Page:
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I want to do a traditional climbing course in December ...
Posted: Tue Nov 29, 2005 12:52 pm
I want to do a traditional climbing course in December in Cape Town.
Please make a recommendation who I should contact.
Posted: Tue Nov 29, 2005 2:01 pm
Follow the above link and select \"Training & Instruction\" from the drop down box, where you will find a list of trainers, instructors & guides.
Posted: Tue Nov 29, 2005 2:02 pm
CTSM (capetown school of mountaineering) is running a trad leader course on 10-11 Des. We might actually need an extra person to take the course with us. We are a group of 3, mybe 4. Contact me at email@example.com
or contact CTSM. Details on their website: www.ctsm.co.za
Posted: Tue Nov 29, 2005 4:08 pm
I did the leaders course with CTSM late last year. I had been sport climbing for a year or two and then decided to try trad. The course was really good. The main thing it did for me was give me confidence in my gear placement and anchor set ups. We also did a little bit of self rescue which was cool. It was good to learn the difficult lessons the easy way and for me that made it worth it.
Posted: Tue Nov 29, 2005 4:45 pm
yep, u can't go wrong with a course. lots to learn
Posted: Tue Nov 29, 2005 6:44 pm
Btw, would traditional climbing be the right next step?
I've been hiking and scrambling Table Mountain for 4 years now, probably 150 times with plenty of the more dodgy ones like The Ledges, Kloof Corner and so on.
I've done a top rope course at City Rock.
So, is traditional climbing next? Seems so to me ...
Posted: Wed Nov 30, 2005 9:14 am
I do a bit of everything... I hike a bit, started sport climbing a few years ago, then went into trad, and just recently started messing around on boulders. As far as climbing grades go, I am pretty crap, but I love doing all of them. Sport and Gym climbing is fun if I want to try and gauge if I am actually getting any better. Bouldering is cool for both the social and the solitary climber in me. Trad is really nice for combining what I love about hiking and climbing. You get to be outside, and explore a little bit more. It is also a little less defined. You don't have this bread crumb trail of bolts to follow, and part of the fun and adventure is finding the route and staying on it. If you like the exposure and the adventure, then trad is for you. Just aim low. I sport climb a poultry grade 19-20, but on trad I stick to around 13, 14. For me the goals are different, and I am just getting out there to have fun and enjoy being outdoors. If grades matter to you, stick to indoor or sport. If you do decide to go for trad, then I feel a course is pretty important. There is a lot to learn, and self study can be a little dangerous.
Posted: Thu Dec 01, 2005 1:49 pm
I dont know what its like in CT, but up in Joburg the best way to start tradding is definately thru the MCSA. They have weekly trad meets where u get to climb with many different people and try all the different gear. A course isnt bad to give you confidence to start off, but theres nothing to beat experience gained from lots of climbing. If you plan on doing any kind of hard trad try and take some controlled falls as quickly as possible. It will save alot of mental anguish on the harder routes.
Posted: Fri Jan 06, 2006 9:29 pm
An Update: My friend and I went with CTSM. Contact was Kaylene. The first day our instructor was Ross which clearly had many many years of experience. Learnt a lot the first day. Covered top roping, abseiling (got stuck half way and had to be \"rescued\" at Silvermine) and sports climbing.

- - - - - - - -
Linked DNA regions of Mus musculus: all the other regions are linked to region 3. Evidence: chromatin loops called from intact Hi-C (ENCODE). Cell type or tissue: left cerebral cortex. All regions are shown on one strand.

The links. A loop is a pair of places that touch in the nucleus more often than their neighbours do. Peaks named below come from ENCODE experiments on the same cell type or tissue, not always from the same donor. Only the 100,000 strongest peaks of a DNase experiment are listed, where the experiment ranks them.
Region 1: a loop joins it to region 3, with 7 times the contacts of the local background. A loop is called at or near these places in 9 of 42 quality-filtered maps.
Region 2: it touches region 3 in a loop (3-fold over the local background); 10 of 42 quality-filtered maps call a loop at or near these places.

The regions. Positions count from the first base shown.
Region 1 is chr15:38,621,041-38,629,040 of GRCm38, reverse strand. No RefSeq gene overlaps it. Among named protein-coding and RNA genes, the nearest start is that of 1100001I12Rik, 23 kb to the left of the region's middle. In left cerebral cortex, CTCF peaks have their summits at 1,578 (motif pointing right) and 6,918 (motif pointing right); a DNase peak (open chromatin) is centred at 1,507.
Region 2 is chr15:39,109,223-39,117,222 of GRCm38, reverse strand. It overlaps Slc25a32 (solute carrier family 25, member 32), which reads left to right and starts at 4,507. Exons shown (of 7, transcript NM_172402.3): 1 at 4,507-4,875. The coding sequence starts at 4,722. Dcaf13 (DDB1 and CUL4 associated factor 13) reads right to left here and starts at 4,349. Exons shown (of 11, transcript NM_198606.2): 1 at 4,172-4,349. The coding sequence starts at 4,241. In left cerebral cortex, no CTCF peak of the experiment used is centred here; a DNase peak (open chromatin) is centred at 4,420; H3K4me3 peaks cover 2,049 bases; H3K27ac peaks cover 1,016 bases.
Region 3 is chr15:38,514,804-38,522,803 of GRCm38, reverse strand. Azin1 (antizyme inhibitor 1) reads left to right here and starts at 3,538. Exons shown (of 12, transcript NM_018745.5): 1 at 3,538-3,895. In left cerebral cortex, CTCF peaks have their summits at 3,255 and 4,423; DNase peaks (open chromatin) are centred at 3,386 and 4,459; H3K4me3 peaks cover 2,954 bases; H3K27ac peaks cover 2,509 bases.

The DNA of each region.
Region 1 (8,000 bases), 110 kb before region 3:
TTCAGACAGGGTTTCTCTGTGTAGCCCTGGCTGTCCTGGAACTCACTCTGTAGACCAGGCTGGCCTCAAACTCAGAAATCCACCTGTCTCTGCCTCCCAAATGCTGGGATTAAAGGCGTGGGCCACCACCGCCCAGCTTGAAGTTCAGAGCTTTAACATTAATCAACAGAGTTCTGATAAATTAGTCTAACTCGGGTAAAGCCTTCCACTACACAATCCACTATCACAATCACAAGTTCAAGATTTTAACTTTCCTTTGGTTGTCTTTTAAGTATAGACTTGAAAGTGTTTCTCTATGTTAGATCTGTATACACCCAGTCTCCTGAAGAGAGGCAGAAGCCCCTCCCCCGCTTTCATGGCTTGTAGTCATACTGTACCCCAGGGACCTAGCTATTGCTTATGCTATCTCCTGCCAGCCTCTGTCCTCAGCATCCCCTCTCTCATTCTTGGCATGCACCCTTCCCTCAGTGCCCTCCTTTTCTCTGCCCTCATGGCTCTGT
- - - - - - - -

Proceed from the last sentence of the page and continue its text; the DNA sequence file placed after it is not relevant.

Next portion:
The next day we arrived at the lower cable way station to be called by Kaylene and informed that our new instructor was sick. Bugger, had to get up at 6:30 to leave from Melkbos to get there at 8:00.
Next morning Kaylene phoned again to let us know the instructor was still sick.
Next day she had a backup, Adam, which also knew his story. Showed us the \"ropes\", and there we went climbing India Rubber. I'm sure you guys consider it easy, but the chimney was rather stressful. Adam was very much in control and that was comforting to the newbies. We abseiled down 50 m. Awesome stuff. Happy to know how to sort out yourself if you get stuck abseiling - previous experience was a bit embarressing (Adam explained about wrapping a rope around your foot to lift yourself).
We decided to takle sports climbing for six months or so to get experience before trying trad climbing. Think we need another course ...
All in all, was awesome and a great intro.
1. Best to do a top rope course at City Rock before doing this course (which we had - you'd think a figure 8 knot is easy, but it is terrible confusing to newbies actually)
2. Climbing community is small and everyone knows everybody
3. Sports climbing is a good place to start - a bit of a risk, plenty of protection, affordable entry to the sport
4. Lead climbing (especially trad) requires more balls (or something else) and requires more experience
5. Two days of lessons are not nearly enough, but a good intro
6. Climbers are people and get sick
7. Climbers like abreviations, much like computer people. I mean, crab and pro ... sounds like a sex worker!
8. This sport is just what I was looking for ... absolutely love the thrill and the \"specialness\" of it. It's quite a kick that \"normal\" people think you are nuts. Gha, the fools!
9. A great upgrade for people that have been hiking and scrambling extensively.
10. Ten? Give me a minute ...
11. I now understand the terminology. Solo is pretty cool and seriously dangerous, trad lead is what I'd ultimately like to do, sports climbing is great fun with a bit of an edge, gyms are boring.
12. Best of all: the sexes ratio are roughly 50:50!